How to choose a college: Tips for high-achieving students

If you are a high-achieving student, you may have a lot of options when it comes to choosing a college. Admissions and Recruitment Manager Quentin Owens-Smith shares tips on finding a college that feels like home, without breaking the bank.

Three students pose for a selfie on the Quad at night in front of a lit-up Mackay Hall.

How to choose a college: Tips for high-achieving students

If you are a high-achieving student, you may have a lot of options when it comes to choosing a college. Admissions and Recruitment Manager Quentin Owens-Smith shares tips on finding a college that feels like home, without breaking the bank.

Three students pose for a selfie on the Quad at night in front of a lit-up Mackay Hall.

Feeling wanted and knowing you belong.

In my opinion, these two things are at the heart of deciding which college to attend.

I was chatting with a National Merit Finalist last week when she expressed that she had hit her breaking point of information overload. After receiving hefty amounts of college mail over the last few months she said, “Quentin, the 10 pounds of mail a week is getting excessive and the emails are getting worst. I have never even heard of these schools before. How do they know so much about me? I don’t know what to do.”

My response was simple. “Let’s be real, there is a thin line between being wanted and just being annoyed. Do not fall for the optics of mass produced 'personalized' mailings and emails. Colleges and universities usually do mass-produced mailings and emails to pique your interest. Everybody does it, even us. You can always opt-out. Simply say, ‘Thank you. But, no thank you.’”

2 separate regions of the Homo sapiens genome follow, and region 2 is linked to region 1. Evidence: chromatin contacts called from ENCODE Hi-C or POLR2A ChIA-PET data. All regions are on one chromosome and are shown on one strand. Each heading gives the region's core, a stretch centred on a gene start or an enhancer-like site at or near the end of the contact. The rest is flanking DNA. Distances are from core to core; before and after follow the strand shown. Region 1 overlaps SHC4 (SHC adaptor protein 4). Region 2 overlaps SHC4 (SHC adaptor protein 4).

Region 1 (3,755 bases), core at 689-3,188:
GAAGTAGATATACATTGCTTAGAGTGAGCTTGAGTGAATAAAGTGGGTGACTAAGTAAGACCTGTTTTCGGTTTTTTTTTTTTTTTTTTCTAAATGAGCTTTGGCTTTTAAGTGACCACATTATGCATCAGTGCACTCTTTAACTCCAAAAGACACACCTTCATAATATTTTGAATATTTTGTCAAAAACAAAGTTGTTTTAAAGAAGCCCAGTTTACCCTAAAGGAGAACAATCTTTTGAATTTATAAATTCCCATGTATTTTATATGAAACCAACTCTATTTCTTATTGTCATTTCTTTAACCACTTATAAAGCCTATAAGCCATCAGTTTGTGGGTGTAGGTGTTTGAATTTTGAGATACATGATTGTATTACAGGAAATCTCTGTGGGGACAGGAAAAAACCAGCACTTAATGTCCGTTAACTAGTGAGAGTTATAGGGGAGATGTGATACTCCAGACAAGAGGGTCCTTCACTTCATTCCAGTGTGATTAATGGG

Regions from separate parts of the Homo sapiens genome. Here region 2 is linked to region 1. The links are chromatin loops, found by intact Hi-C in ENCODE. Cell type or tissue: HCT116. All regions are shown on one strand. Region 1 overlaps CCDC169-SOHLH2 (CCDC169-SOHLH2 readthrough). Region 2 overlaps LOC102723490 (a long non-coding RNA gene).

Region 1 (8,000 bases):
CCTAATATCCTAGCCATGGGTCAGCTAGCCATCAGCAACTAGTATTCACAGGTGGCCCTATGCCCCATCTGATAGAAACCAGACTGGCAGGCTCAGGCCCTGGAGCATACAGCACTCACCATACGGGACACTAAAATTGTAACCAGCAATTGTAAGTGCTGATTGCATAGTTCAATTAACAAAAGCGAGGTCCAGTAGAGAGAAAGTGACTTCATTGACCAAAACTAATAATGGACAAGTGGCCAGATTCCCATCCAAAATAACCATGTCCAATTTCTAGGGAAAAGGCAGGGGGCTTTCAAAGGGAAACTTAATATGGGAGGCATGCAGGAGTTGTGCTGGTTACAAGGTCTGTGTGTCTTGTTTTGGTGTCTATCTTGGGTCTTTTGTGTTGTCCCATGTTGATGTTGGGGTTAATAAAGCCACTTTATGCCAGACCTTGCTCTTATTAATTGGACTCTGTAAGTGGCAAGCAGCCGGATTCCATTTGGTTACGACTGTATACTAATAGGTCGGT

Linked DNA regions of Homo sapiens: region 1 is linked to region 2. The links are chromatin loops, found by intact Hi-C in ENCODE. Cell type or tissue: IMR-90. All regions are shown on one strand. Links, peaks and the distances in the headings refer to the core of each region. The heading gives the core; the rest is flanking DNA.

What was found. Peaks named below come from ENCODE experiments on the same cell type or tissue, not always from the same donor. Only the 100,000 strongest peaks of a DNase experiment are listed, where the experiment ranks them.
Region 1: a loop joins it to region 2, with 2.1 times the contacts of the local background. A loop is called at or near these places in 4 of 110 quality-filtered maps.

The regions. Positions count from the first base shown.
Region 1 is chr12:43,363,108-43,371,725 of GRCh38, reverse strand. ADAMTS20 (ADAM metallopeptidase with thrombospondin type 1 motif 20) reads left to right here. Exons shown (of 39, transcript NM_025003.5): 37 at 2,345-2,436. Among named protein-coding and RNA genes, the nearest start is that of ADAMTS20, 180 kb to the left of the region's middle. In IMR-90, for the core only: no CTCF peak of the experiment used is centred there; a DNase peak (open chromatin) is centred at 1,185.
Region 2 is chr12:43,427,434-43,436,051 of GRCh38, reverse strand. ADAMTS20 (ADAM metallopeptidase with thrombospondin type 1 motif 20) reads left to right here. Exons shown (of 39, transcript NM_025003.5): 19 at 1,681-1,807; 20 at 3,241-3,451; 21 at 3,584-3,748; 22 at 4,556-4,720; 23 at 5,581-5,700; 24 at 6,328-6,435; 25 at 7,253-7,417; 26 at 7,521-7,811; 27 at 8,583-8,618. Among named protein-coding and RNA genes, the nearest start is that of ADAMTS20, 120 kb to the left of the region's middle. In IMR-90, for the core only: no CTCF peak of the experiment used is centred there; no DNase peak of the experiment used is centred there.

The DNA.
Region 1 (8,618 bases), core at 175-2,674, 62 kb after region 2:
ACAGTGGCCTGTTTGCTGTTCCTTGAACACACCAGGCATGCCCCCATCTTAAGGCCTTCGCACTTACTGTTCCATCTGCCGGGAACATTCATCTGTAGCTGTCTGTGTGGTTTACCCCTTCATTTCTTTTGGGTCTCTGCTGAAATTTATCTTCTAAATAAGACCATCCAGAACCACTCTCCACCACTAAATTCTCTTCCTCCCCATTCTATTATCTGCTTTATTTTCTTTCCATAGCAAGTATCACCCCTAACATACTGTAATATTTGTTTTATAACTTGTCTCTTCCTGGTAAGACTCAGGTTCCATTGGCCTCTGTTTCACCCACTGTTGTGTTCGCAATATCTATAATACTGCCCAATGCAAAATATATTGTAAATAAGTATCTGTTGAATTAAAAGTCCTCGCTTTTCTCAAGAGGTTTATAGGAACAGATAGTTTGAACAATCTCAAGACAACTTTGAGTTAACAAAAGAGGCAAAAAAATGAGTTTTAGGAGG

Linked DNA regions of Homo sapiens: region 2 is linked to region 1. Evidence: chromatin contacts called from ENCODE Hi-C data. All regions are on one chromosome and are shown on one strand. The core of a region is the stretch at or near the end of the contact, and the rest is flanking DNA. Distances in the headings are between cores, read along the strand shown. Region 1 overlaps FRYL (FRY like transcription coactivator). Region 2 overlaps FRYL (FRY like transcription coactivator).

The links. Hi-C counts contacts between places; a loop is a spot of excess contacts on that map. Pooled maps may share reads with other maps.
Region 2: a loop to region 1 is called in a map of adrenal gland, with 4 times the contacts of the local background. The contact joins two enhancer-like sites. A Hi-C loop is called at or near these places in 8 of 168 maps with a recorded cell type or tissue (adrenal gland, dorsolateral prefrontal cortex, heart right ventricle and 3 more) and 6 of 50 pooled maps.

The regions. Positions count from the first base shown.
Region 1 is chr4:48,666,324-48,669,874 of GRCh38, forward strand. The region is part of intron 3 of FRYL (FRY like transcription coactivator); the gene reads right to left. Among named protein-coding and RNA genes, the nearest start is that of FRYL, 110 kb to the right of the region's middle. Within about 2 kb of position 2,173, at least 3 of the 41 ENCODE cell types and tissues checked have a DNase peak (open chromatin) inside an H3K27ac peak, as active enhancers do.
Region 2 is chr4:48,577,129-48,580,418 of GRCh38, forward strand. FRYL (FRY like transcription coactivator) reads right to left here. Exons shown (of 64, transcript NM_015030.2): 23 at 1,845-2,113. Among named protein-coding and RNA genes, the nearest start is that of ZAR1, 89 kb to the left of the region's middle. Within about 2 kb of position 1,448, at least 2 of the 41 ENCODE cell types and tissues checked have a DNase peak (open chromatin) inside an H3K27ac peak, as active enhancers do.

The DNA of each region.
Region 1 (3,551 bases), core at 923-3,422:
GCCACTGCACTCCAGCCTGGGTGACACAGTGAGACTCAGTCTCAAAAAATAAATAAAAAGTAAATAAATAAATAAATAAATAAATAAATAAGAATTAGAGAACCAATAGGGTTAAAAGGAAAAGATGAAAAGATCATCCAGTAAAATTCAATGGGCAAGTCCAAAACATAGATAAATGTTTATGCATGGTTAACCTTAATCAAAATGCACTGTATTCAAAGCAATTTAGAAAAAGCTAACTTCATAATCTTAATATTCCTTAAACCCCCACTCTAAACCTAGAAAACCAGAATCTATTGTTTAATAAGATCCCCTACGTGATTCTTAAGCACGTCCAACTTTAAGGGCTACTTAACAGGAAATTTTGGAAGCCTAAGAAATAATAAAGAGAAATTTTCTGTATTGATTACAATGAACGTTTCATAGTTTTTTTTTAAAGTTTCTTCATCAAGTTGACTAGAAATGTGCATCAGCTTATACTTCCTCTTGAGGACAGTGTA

But you are interested in some of the colleges sending you mail.

You have never gotten less than a B+. For the real ambitious, an A-. You have worked extremely hard busting your tail on every assignment. You have broken every exam bell curve known to humankind. You are actively involved at your school and the greater community you call home. You even managed to score in the top 1% of PSAT test takers, becoming a National Merit Semifinalist. Congrats! And, you are a really nice person that knows how to use the proper their, there, and they’re (a pet peeve of mine). You are a true scholar. You have applied to America’s top universities, according to some college guide. As a side note, I find it very odd that the “top” 20 universities are never public colleges (side-eye emoji) and lack diversity too. I digress, that is a blog article for another day.)

How to decide which college to attend

With a stellar record you have lots of options. So, as you continue to expand your college search, you go through the stack of brochures piling up on your desk.

You ask yourself, “What really matters?”

Location, location, location

I personally hate extreme cold weather, this is why I live in the state of Nevada. Find a college location that you can call “home” because you will be there for the next four years. But also, find a college environment that gives you a sense of belonging. It may be the sheer size of the school or the many communities within in it, but consider your place within that school.

Scholarship: Show me the money?